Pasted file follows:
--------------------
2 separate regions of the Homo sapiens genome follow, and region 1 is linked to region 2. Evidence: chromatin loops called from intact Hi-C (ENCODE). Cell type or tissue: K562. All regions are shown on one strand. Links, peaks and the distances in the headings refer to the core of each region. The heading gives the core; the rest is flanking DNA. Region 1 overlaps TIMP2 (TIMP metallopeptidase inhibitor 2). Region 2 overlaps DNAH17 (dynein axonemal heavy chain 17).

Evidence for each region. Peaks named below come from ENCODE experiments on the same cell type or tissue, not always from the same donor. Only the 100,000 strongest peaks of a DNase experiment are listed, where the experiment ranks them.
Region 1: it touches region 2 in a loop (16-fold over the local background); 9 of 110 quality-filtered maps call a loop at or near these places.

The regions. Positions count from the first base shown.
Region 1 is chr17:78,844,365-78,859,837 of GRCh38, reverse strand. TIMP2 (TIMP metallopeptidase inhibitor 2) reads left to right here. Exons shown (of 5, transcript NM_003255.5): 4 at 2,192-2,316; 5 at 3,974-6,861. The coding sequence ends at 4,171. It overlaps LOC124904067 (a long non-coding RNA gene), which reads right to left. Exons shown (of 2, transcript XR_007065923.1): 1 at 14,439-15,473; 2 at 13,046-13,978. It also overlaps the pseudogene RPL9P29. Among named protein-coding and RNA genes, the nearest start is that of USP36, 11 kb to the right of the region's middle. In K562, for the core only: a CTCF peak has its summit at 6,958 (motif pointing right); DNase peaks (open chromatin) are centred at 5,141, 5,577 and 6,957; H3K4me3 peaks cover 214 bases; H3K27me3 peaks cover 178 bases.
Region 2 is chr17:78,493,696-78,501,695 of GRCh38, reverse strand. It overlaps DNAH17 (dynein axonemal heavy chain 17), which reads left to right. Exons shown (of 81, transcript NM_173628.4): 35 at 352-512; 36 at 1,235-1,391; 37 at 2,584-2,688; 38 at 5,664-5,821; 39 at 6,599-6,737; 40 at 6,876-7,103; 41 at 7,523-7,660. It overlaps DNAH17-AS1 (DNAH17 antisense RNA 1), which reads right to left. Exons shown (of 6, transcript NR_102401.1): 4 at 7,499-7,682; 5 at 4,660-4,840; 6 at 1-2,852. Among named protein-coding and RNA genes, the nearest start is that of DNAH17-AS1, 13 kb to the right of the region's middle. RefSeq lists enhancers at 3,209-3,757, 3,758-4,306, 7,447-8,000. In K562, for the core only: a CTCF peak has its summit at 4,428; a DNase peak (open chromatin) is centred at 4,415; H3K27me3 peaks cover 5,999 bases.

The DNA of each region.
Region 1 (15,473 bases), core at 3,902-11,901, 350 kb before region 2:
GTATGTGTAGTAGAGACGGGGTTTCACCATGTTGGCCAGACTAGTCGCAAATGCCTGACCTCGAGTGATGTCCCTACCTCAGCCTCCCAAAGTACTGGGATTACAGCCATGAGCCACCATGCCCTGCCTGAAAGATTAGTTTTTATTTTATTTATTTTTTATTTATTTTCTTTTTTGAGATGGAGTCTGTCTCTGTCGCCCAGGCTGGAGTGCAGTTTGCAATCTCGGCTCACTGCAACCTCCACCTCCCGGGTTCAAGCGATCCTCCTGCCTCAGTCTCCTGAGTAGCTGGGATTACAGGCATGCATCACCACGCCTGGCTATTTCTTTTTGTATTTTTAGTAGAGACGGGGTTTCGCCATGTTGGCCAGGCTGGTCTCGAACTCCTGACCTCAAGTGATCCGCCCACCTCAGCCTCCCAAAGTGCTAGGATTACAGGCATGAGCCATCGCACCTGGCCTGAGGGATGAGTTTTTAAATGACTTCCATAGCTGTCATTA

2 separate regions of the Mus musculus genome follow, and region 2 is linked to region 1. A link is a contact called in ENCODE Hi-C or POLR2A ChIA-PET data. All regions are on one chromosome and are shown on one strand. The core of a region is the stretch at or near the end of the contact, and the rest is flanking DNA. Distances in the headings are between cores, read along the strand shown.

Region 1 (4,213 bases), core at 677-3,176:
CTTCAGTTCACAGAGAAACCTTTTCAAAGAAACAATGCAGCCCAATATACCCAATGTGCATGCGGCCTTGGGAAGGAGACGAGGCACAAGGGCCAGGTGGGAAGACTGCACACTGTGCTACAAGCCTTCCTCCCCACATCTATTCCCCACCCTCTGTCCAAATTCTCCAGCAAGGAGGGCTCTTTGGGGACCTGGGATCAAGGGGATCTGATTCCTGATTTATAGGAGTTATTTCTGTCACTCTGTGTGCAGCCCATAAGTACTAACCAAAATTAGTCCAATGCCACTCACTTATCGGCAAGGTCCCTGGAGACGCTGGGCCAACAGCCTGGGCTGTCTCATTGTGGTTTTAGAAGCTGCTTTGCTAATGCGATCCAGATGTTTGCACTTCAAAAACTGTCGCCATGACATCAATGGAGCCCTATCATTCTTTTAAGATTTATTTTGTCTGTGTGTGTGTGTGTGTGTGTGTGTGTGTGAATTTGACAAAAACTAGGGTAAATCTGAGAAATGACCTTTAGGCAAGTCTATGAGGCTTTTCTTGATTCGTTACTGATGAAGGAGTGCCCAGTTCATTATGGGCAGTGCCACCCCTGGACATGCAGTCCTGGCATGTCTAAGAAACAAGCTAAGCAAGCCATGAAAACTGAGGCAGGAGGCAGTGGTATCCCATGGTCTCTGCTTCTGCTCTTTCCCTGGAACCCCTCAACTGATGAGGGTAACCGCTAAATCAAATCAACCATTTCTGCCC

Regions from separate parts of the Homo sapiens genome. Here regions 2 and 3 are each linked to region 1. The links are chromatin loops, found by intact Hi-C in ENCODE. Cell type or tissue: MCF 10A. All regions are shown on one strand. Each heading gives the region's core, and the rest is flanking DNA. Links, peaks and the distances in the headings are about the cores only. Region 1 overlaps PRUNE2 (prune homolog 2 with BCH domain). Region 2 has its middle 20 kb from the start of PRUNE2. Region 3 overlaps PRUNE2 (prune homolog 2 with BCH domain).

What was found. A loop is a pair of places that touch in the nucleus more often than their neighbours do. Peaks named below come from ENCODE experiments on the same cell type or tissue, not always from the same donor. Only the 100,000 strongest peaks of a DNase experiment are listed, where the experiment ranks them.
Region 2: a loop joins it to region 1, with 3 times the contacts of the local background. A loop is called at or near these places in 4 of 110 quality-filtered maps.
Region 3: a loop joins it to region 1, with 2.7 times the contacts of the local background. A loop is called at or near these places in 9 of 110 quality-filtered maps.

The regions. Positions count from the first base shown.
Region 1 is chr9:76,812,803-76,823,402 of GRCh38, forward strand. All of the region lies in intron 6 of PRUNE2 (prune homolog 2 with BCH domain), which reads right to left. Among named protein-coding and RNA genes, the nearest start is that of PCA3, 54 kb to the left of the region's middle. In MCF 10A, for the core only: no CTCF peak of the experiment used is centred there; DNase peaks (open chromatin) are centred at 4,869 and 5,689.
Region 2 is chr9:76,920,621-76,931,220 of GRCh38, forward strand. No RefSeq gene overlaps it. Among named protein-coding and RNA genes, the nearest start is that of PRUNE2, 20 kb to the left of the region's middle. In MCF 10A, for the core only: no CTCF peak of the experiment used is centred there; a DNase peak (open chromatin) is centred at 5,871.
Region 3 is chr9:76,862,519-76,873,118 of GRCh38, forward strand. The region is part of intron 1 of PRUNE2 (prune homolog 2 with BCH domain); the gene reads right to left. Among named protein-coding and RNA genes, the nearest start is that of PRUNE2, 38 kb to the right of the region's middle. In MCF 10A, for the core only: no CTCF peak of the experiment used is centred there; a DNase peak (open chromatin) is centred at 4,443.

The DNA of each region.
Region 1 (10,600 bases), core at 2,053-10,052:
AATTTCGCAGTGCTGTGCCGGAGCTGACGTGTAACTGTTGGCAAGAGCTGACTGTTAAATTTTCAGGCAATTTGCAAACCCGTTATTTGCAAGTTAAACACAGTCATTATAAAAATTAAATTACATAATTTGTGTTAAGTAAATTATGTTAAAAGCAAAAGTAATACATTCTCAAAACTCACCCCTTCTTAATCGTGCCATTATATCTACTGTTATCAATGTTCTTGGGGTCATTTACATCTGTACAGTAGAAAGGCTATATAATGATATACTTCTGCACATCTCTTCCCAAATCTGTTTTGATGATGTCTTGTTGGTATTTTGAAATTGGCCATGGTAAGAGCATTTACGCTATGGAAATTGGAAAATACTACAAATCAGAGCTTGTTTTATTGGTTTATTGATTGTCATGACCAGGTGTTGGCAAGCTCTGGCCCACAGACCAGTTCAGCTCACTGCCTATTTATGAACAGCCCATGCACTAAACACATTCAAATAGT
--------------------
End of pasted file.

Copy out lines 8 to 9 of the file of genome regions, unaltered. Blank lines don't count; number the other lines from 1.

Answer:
Region 1 (15,473 bases), core at 3,902-11,901, 350 kb before region 2:
GTATGTGTAGTAGAGACGGGGTTTCACCATGTTGGCCAGACTAGTCGCAAATGCCTGACCTCGAGTGATGTCCCTACCTCAGCCTCCCAAAGTACTGGGATTACAGCCATGAGCCACCATGCCCTGCCTGAAAGATTAGTTTTTATTTTATTTATTTTTTATTTATTTTCTTTTTTGAGATGGAGTCTGTCTCTGTCGCCCAGGCTGGAGTGCAGTTTGCAATCTCGGCTCACTGCAACCTCCACCTCCCGGGTTCAAGCGATCCTCCTGCCTCAGTCTCCTGAGTAGCTGGGATTACAGGCATGCATCACCACGCCTGGCTATTTCTTTTTGTATTTTTAGTAGAGACGGGGTTTCGCCATGTTGGCCAGGCTGGTCTCGAACTCCTGACCTCAAGTGATCCGCCCACCTCAGCCTCCCAAAGTGCTAGGATTACAGGCATGAGCCATCGCACCTGGCCTGAGGGATGAGTTTTTAAATGACTTCCATAGCTGTCATTA